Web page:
Coronavirus: London-Irish groups play a vital role
Elderly Irish face new challenges amid the Covid-19 crisis
Rebecca Hoare (74) in Bayswater, London, takes delivery of a new fridge from Matt Wilcock, of Quinn London, which the Irish Elderly Advice Network organised. Photograph: Joanne O’Brien
Recently, Rebecca Hoare’s fridge broke. Usually, such a problem would be an annoyance, but no more than that for the 74-year-old Irishwoman living alone in central London. In a Covid-19 world, however, it is a different matter.
Told like other over-70s in Britain to stay indoors, Hoare, originally from Waterford and living in London for 55 years, has received food deliveries a few times a week since the crisis broke. Life without a fridge was unsustainable.
Fortunately, help was at hand. Last Wednesday, she received a call from the Irish Elderly Advice Network (IEAN), which has been ringing through a list of nearly 3,000 phone numbers of the elderly Irish living in London.
She explained her predicament. Within days, the IEAN, led by Nora Mulready and with 35 volunteers, had organised contractors from Quinn London to deliver a new fridge, and remove the broken one.
Before the pandemic, Hoare led an active social life – gathering with cousins from across London every month or so; singing every Sunday in the Coopers Arms in Kilburn; or spending time in the London Irish Centre in Camden.
There are thousands like her in London. Although not all of them can be contacted, the IEAN, the London Irish Centre, the Aisling Project, and other such organisations have been trying to find those they can.
So far, the IEAN has organised food deliveries for elderly Irish across nearly every London borough, says Mulready: “We are dealing with everything on a case-by-case basis,” she tells The Irish Times.
Sometimes, the requests are specific. Last week, one woman, unable now to cook for herself, asked if she could be given a cooked meal. Within minutes, a volunteer was found, who now offers a home-delivered roast once a week.
Making phone calls to so many is time-consuming, but crucial, Mulready says. In addition, the organisation runs a seven-day-a-week helpline, which allows the elderly to take the initiative.
For now, food deliveries are “the urgent priority”, she says. While doing them, volunteers try to make sure those they visit are signed up for government-backed programmes, and are in touch with their local councils.
The majority of the IEAN’s volunteers are themselves older Irish. Isolation has been a curse that has long troubled many elderly Irish in London. Often, they are on their own, with no family – at least nearby.
Since Covid-19, the situation has become more difficult. The London Irish Centre in Camden, the Irish Cultural Centre in Hammersmith and other Irish community groups have had to close their doors for public gatherings.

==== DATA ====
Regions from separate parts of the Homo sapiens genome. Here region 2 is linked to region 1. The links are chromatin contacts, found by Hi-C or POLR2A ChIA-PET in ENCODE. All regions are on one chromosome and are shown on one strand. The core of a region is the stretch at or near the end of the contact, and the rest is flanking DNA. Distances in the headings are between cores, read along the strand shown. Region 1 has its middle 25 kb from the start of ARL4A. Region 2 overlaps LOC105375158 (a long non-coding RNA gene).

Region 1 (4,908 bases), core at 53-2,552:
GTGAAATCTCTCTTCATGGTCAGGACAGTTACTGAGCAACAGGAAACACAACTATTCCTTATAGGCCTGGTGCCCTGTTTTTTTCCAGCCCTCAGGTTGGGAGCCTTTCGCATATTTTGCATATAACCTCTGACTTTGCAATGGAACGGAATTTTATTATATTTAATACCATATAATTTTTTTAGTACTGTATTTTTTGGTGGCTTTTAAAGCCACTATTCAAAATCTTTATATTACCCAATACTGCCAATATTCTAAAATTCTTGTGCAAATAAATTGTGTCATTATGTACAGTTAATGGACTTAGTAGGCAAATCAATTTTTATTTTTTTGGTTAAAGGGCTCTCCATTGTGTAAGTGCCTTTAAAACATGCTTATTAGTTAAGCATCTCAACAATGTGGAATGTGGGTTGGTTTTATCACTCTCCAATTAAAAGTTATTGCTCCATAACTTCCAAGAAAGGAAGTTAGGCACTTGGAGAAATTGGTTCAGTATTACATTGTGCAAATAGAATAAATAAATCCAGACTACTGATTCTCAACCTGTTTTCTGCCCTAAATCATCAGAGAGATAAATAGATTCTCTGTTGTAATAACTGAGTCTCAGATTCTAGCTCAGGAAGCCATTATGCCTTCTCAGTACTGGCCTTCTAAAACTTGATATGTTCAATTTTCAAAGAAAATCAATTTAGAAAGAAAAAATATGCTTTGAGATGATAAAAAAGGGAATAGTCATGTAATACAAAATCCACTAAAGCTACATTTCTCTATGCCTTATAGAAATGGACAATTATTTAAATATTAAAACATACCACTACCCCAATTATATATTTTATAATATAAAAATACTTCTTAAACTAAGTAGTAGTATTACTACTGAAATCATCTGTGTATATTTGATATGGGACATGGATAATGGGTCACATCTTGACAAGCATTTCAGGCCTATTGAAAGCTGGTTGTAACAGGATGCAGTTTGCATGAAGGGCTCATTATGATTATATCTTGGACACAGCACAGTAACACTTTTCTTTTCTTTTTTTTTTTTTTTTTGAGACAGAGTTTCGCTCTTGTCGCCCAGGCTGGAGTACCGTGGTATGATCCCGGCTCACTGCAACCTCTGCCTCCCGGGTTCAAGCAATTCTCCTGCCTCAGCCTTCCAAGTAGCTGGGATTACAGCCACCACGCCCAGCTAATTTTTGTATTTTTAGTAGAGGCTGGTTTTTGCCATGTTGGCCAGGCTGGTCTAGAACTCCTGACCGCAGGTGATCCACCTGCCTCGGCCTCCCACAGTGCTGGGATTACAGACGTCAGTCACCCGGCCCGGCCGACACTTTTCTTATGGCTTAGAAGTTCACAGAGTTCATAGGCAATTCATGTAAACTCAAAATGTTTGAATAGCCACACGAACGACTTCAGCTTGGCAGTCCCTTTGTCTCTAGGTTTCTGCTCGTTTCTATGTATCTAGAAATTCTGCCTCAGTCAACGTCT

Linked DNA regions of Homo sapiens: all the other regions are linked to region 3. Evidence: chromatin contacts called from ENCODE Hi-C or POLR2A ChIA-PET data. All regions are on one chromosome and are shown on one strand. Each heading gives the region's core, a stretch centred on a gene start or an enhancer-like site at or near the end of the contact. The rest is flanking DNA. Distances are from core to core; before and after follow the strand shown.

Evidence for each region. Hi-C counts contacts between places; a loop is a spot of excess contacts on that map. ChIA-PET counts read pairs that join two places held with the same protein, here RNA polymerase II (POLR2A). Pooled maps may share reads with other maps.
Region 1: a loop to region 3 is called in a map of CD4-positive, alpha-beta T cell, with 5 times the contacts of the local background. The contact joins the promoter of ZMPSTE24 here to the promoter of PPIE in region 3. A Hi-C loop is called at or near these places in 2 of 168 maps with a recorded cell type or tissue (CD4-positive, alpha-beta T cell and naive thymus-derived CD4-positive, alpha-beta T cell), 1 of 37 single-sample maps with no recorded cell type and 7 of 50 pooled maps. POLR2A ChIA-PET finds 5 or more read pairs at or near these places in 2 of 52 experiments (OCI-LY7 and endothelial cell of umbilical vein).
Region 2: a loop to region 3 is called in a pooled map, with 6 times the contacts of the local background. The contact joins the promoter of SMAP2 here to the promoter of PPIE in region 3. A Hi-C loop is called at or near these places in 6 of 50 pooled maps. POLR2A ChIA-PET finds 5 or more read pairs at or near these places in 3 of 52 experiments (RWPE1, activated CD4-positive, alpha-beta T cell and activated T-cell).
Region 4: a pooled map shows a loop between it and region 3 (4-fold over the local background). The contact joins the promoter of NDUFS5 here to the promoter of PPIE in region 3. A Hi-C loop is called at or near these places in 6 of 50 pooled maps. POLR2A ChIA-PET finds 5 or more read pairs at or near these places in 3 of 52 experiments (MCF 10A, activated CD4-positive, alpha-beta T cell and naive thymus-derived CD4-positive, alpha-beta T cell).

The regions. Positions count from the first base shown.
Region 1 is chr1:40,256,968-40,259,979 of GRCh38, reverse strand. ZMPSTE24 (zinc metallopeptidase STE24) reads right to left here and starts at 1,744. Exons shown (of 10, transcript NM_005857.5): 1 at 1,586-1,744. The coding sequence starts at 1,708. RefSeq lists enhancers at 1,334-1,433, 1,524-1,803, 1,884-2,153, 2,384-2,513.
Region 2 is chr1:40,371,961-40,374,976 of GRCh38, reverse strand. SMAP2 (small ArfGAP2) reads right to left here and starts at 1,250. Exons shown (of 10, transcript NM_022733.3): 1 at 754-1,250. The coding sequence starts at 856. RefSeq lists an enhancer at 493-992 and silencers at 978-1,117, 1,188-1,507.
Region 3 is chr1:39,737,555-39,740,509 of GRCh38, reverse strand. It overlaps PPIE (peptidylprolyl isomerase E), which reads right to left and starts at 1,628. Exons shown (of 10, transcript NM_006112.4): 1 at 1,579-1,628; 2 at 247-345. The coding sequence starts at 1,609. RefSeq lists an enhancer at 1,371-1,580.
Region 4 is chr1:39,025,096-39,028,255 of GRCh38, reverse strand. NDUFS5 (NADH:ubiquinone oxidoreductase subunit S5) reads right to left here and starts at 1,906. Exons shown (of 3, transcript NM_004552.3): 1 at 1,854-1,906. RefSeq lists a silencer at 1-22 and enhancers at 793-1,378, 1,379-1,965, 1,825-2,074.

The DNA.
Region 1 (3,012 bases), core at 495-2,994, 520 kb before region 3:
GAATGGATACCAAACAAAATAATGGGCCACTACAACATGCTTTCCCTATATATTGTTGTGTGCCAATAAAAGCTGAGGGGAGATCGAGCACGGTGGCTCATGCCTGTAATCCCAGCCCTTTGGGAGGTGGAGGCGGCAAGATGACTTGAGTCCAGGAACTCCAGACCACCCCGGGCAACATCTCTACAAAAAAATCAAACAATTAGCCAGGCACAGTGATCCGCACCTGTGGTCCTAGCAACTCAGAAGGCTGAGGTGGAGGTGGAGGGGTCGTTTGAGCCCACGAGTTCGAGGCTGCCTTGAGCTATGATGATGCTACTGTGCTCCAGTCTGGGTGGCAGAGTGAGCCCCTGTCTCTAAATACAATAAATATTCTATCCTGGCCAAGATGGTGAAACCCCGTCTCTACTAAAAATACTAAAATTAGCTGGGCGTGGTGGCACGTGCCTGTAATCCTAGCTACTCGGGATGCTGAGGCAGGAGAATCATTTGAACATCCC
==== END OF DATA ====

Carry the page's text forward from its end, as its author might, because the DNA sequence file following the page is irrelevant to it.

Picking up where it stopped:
In a bid to combat the lack of connection, the IEAN has begun an effort to get its elderly Irish community online. They could “become completely separate” from the outside world, if they do not engage, Mulready warns.
The elderly are suffering from “huge information deficit” if they are not online. They are unable to check the detail of government advice at a speed with which they are comfortable, or are restricted in the ways they can keep in touch with friends.
Plans to bulk-buy iPads, which are easier for the elderly to use than mobile phones, are afoot – set up with email addresses and Facebook accounts, along with the support staff needed to guide a non-digital generation.
The project starts with the 30-strong Irish Pensioners’ Choir. If it works, it will be rolled out more widely, so sponsors will be needed. Recently, it raised £18,000 (€20,545) for its Covid-19 work, along with £25,000 from the Irish Government.
That money has paid for a 36-page newsletter for 6,000 elderly Irish across London. And it has allowed the IEAN, which before Covid-19 had just four staff, to hire a full-time staff member to co-ordinate its volunteers.
The IEAN is just one of many support networks across London and the UK helping elderly Irish, or those in difficulties. The Irish Cultural Centre in Hammersmith is offering telephone support to its patrons.
Meanwhile, the Aisling Project, which deals often with those struggling with addictions, has had to scale back face-to-face meetings, but it is keeping links open by telephone.
Often, it rings people several times a day: “Keeping contact with these vulnerable men and women is vital to their wellbeing where reassurance and emergency intervention can save lives,” says a spokesperson.
Sometimes, however, entertainment, rather than help, is needed. The Irish Embassy’s From Isolation, Inspiration project nightly shares music, songs, or a poetry reading from a different Irish person from across the UK over social media.
Recently, the chairman of the Irish Pensioners’ Choir, Tom Wheeler, was live-streamed on Facebook singing from his front garden. Such efforts are needed now, he says: “Everybody likes a bit of music, it cheers you up.”